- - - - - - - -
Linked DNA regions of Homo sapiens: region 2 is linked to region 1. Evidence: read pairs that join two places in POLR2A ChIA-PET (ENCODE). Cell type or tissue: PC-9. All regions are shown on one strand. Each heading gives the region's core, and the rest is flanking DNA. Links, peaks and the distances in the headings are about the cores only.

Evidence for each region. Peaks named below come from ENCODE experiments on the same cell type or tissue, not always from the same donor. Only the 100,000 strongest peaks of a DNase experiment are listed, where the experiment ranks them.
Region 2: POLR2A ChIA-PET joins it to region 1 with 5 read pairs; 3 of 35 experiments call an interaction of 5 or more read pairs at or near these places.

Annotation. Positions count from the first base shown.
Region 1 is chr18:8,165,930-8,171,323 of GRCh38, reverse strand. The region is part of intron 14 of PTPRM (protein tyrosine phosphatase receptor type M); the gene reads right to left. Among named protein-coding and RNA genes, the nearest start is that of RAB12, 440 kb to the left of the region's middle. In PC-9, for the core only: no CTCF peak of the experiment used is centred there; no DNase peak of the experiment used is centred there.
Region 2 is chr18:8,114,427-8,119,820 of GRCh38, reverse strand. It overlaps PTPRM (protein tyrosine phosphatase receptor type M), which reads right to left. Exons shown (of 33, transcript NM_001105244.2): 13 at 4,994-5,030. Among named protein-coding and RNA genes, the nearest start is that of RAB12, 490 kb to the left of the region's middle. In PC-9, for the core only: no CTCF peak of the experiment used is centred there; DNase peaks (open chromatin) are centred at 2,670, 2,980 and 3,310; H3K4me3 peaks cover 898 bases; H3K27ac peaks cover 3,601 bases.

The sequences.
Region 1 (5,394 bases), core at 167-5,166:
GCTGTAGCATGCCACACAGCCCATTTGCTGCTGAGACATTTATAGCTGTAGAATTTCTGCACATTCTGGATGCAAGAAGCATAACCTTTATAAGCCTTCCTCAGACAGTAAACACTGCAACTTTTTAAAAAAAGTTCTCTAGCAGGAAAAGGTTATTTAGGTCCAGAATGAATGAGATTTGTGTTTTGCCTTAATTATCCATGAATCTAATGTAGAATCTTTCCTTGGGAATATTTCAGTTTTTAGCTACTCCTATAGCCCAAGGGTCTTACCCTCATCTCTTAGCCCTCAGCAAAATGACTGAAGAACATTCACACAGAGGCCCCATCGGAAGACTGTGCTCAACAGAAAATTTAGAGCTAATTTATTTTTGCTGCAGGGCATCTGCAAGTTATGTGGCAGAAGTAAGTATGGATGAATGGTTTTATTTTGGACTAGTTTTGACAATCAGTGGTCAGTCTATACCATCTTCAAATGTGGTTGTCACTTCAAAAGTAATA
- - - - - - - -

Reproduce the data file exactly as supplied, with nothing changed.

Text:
Linked DNA regions of Homo sapiens: region 2 is linked to region 1. Evidence: read pairs that join two places in POLR2A ChIA-PET (ENCODE). Cell type or tissue: PC-9. All regions are shown on one strand. Each heading gives the region's core, and the rest is flanking DNA. Links, peaks and the distances in the headings are about the cores only.

Evidence for each region. Peaks named below come from ENCODE experiments on the same cell type or tissue, not always from the same donor. Only the 100,000 strongest peaks of a DNase experiment are listed, where the experiment ranks them.
Region 2: POLR2A ChIA-PET joins it to region 1 with 5 read pairs; 3 of 35 experiments call an interaction of 5 or more read pairs at or near these places.

Annotation. Positions count from the first base shown.
Region 1 is chr18:8,165,930-8,171,323 of GRCh38, reverse strand. The region is part of intron 14 of PTPRM (protein tyrosine phosphatase receptor type M); the gene reads right to left. Among named protein-coding and RNA genes, the nearest start is that of RAB12, 440 kb to the left of the region's middle. In PC-9, for the core only: no CTCF peak of the experiment used is centred there; no DNase peak of the experiment used is centred there.
Region 2 is chr18:8,114,427-8,119,820 of GRCh38, reverse strand. It overlaps PTPRM (protein tyrosine phosphatase receptor type M), which reads right to left. Exons shown (of 33, transcript NM_001105244.2): 13 at 4,994-5,030. Among named protein-coding and RNA genes, the nearest start is that of RAB12, 490 kb to the left of the region's middle. In PC-9, for the core only: no CTCF peak of the experiment used is centred there; DNase peaks (open chromatin) are centred at 2,670, 2,980 and 3,310; H3K4me3 peaks cover 898 bases; H3K27ac peaks cover 3,601 bases.

The sequences.
Region 1 (5,394 bases), core at 167-5,166:
GCTGTAGCATGCCACACAGCCCATTTGCTGCTGAGACATTTATAGCTGTAGAATTTCTGCACATTCTGGATGCAAGAAGCATAACCTTTATAAGCCTTCCTCAGACAGTAAACACTGCAACTTTTTAAAAAAAGTTCTCTAGCAGGAAAAGGTTATTTAGGTCCAGAATGAATGAGATTTGTGTTTTGCCTTAATTATCCATGAATCTAATGTAGAATCTTTCCTTGGGAATATTTCAGTTTTTAGCTACTCCTATAGCCCAAGGGTCTTACCCTCATCTCTTAGCCCTCAGCAAAATGACTGAAGAACATTCACACAGAGGCCCCATCGGAAGACTGTGCTCAACAGAAAATTTAGAGCTAATTTATTTTTGCTGCAGGGCATCTGCAAGTTATGTGGCAGAAGTAAGTATGGATGAATGGTTTTATTTTGGACTAGTTTTGACAATCAGTGGTCAGTCTATACCATCTTCAAATGTGGTTGTCACTTCAAAAGTAATA